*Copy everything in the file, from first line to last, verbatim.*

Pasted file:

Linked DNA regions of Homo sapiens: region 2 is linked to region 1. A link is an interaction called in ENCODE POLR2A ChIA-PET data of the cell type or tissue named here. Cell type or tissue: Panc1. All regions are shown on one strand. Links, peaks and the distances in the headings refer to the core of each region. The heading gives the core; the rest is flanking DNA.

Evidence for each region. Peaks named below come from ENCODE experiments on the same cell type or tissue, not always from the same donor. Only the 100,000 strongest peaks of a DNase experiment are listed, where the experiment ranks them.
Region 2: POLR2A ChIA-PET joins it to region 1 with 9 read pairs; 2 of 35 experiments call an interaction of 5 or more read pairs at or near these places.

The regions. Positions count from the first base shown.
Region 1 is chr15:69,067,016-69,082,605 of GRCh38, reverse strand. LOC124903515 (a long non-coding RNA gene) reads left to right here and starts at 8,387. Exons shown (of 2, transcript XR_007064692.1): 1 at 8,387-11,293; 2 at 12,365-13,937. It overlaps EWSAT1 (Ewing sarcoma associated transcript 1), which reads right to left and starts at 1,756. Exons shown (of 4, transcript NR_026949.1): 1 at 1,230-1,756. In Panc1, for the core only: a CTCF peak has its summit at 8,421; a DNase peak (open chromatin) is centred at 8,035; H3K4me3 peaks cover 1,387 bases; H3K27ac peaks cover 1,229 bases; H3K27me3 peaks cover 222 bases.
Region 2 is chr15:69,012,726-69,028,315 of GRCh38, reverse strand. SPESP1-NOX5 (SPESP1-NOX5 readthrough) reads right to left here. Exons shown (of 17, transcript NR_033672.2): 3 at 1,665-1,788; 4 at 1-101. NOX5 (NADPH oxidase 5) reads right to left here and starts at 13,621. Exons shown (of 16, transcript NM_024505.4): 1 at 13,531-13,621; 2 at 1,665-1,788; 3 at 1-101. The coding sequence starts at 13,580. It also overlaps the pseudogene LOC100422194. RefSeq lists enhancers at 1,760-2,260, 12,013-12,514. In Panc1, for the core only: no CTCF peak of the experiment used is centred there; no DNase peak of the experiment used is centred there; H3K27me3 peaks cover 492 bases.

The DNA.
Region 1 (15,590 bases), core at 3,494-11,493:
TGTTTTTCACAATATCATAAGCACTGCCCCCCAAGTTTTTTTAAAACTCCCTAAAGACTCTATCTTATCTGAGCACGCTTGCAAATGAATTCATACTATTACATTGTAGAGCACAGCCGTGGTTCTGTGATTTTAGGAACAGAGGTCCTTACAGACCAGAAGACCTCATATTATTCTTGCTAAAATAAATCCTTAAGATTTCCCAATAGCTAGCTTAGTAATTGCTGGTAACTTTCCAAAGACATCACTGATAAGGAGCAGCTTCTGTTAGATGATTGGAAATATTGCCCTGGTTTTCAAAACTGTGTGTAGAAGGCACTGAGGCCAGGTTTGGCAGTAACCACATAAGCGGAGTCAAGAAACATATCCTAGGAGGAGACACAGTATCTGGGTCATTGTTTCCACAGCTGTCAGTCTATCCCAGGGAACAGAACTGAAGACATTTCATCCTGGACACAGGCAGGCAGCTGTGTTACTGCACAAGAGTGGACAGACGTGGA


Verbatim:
Linked DNA regions of Homo sapiens: region 2 is linked to region 1. A link is an interaction called in ENCODE POLR2A ChIA-PET data of the cell type or tissue named here. Cell type or tissue: Panc1. All regions are shown on one strand. Links, peaks and the distances in the headings refer to the core of each region. The heading gives the core; the rest is flanking DNA.

Evidence for each region. Peaks named below come from ENCODE experiments on the same cell type or tissue, not always from the same donor. Only the 100,000 strongest peaks of a DNase experiment are listed, where the experiment ranks them.
Region 2: POLR2A ChIA-PET joins it to region 1 with 9 read pairs; 2 of 35 experiments call an interaction of 5 or more read pairs at or near these places.

The regions. Positions count from the first base shown.
Region 1 is chr15:69,067,016-69,082,605 of GRCh38, reverse strand. LOC124903515 (a long non-coding RNA gene) reads left to right here and starts at 8,387. Exons shown (of 2, transcript XR_007064692.1): 1 at 8,387-11,293; 2 at 12,365-13,937. It overlaps EWSAT1 (Ewing sarcoma associated transcript 1), which reads right to left and starts at 1,756. Exons shown (of 4, transcript NR_026949.1): 1 at 1,230-1,756. In Panc1, for the core only: a CTCF peak has its summit at 8,421; a DNase peak (open chromatin) is centred at 8,035; H3K4me3 peaks cover 1,387 bases; H3K27ac peaks cover 1,229 bases; H3K27me3 peaks cover 222 bases.
Region 2 is chr15:69,012,726-69,028,315 of GRCh38, reverse strand. SPESP1-NOX5 (SPESP1-NOX5 readthrough) reads right to left here. Exons shown (of 17, transcript NR_033672.2): 3 at 1,665-1,788; 4 at 1-101. NOX5 (NADPH oxidase 5) reads right to left here and starts at 13,621. Exons shown (of 16, transcript NM_024505.4): 1 at 13,531-13,621; 2 at 1,665-1,788; 3 at 1-101. The coding sequence starts at 13,580. It also overlaps the pseudogene LOC100422194. RefSeq lists enhancers at 1,760-2,260, 12,013-12,514. In Panc1, for the core only: no CTCF peak of the experiment used is centred there; no DNase peak of the experiment used is centred there; H3K27me3 peaks cover 492 bases.

The DNA.
Region 1 (15,590 bases), core at 3,494-11,493:
TGTTTTTCACAATATCATAAGCACTGCCCCCCAAGTTTTTTTAAAACTCCCTAAAGACTCTATCTTATCTGAGCACGCTTGCAAATGAATTCATACTATTACATTGTAGAGCACAGCCGTGGTTCTGTGATTTTAGGAACAGAGGTCCTTACAGACCAGAAGACCTCATATTATTCTTGCTAAAATAAATCCTTAAGATTTCCCAATAGCTAGCTTAGTAATTGCTGGTAACTTTCCAAAGACATCACTGATAAGGAGCAGCTTCTGTTAGATGATTGGAAATATTGCCCTGGTTTTCAAAACTGTGTGTAGAAGGCACTGAGGCCAGGTTTGGCAGTAACCACATAAGCGGAGTCAAGAAACATATCCTAGGAGGAGACACAGTATCTGGGTCATTGTTTCCACAGCTGTCAGTCTATCCCAGGGAACAGAACTGAAGACATTTCATCCTGGACACAGGCAGGCAGCTGTGTTACTGCACAAGAGTGGACAGACGTGGA